According to published reports, Elizabeth Lederer has resigned from Columbia Law School, amid scrutiny over how she handled the 1989 rape case of a female jogger in New York.
Lederer announced her decision in a statement shared by the university, where she worked part-time as an adjunct faculty member and lecturer in law, Complex reports.
“I’ve enjoyed my years teaching at CLS, and the opportunity it has given me to interact with the many fine students who elected to take my classes,” she said in a statement. “However, given the nature of the recent publicity generated by the Netflix portrayal of the Central Park case, it is best for me not to renew my teaching application.”
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New statement released from the @ColumbiaLaw Black Law Students Association
Students call for #CentralPark5 prosecutor Elizabeth Lederer to be fired from her Lecturer in Law position
Also call on the law school to center anti-racism in its curriculum and pedagogy pic.twitter.com/U8By81KWBB
— Barred and Boujee (@AudreLawdAMercy) June 11, 2019
Lederer, who resigned Wednesday, came under fire following the release of the Netflix series “When They See Us.” The four-part miniseries tells the story of the five male teenagers of color who were wrongly convicted of assault and rape. Following the series debut on the streaming service, Columbia students launched a petition calling for Lederer’s termination.
The Black Law Students Association at the university wrote in a letter:
“The lives of these five boys were forever changed as a result of Lederer’s conduct,” the letter read. “During the investigation, Lederer and her colleagues used harmful, racist tactics, including physical abuse and coercion, to force confessions from the five minors. The case they built was founded on false information and an overwhelming lack of physical evidence. As a result, five boys spent their formative years in prison until the charges were vacated in 2002 after the real perpetrator confessed to the crime and DNA evidence linking him to the crime was discovered.”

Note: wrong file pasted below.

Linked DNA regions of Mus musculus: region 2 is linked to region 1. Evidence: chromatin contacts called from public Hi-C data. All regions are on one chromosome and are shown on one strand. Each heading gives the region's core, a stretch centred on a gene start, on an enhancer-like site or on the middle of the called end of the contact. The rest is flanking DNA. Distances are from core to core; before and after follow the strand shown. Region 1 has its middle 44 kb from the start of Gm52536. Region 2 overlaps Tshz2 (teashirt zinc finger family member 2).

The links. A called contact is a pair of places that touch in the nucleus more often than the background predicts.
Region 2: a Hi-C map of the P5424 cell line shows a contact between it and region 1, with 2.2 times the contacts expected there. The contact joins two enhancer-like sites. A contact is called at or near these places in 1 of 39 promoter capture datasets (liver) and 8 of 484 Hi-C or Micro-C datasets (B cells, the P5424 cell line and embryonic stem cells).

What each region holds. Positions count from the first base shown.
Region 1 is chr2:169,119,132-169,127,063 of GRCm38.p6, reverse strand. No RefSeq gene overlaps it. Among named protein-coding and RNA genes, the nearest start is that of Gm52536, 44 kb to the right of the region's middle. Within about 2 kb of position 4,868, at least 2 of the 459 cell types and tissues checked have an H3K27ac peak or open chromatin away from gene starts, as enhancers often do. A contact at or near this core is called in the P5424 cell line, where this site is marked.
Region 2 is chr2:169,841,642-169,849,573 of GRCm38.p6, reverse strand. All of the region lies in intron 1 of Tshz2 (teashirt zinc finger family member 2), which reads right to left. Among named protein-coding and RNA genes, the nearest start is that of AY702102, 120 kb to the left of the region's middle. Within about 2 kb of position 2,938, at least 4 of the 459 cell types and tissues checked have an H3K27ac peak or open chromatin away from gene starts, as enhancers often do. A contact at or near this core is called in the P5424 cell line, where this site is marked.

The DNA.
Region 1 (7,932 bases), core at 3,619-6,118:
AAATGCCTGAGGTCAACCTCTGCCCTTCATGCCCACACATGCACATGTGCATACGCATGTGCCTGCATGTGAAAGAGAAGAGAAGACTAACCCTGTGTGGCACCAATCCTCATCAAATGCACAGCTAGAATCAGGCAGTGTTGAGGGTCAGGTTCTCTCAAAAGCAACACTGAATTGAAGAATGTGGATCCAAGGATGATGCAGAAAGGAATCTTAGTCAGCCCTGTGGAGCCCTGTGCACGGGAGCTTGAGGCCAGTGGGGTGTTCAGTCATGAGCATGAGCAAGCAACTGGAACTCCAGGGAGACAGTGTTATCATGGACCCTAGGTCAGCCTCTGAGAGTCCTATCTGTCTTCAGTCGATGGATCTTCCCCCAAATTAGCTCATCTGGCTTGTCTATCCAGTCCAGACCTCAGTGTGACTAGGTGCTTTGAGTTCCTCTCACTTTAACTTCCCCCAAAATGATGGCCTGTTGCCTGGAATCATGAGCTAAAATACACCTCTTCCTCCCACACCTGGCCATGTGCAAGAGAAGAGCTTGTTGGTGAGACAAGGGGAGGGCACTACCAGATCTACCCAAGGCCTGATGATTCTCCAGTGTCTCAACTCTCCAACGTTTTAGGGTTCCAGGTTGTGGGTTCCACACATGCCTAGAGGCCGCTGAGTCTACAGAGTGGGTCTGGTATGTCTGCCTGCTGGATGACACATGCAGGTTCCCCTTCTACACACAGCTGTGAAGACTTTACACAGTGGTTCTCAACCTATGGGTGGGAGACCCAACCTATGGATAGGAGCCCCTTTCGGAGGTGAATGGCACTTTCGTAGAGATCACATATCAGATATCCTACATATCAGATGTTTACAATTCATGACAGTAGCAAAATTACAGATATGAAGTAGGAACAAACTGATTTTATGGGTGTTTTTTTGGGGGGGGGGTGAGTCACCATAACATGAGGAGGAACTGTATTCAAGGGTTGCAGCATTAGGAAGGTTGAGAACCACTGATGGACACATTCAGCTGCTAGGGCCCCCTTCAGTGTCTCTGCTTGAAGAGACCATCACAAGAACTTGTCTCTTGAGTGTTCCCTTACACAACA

Meanwhile, Linda Fairstein, the former head of the Manhattan sex crimes unit, also received backlash for her involvement in the case. She was recently dropped by her book publisher and was forced to resign from Vassar College’s board of trustees as well as her positions with numerous philanthropic organizations.
The Central Park Five spent between six and 13 years in prison before DNA tests confirmed their innocence. The men were exonerated in 2002, and the city awarded them a $41-million settlement in 2014.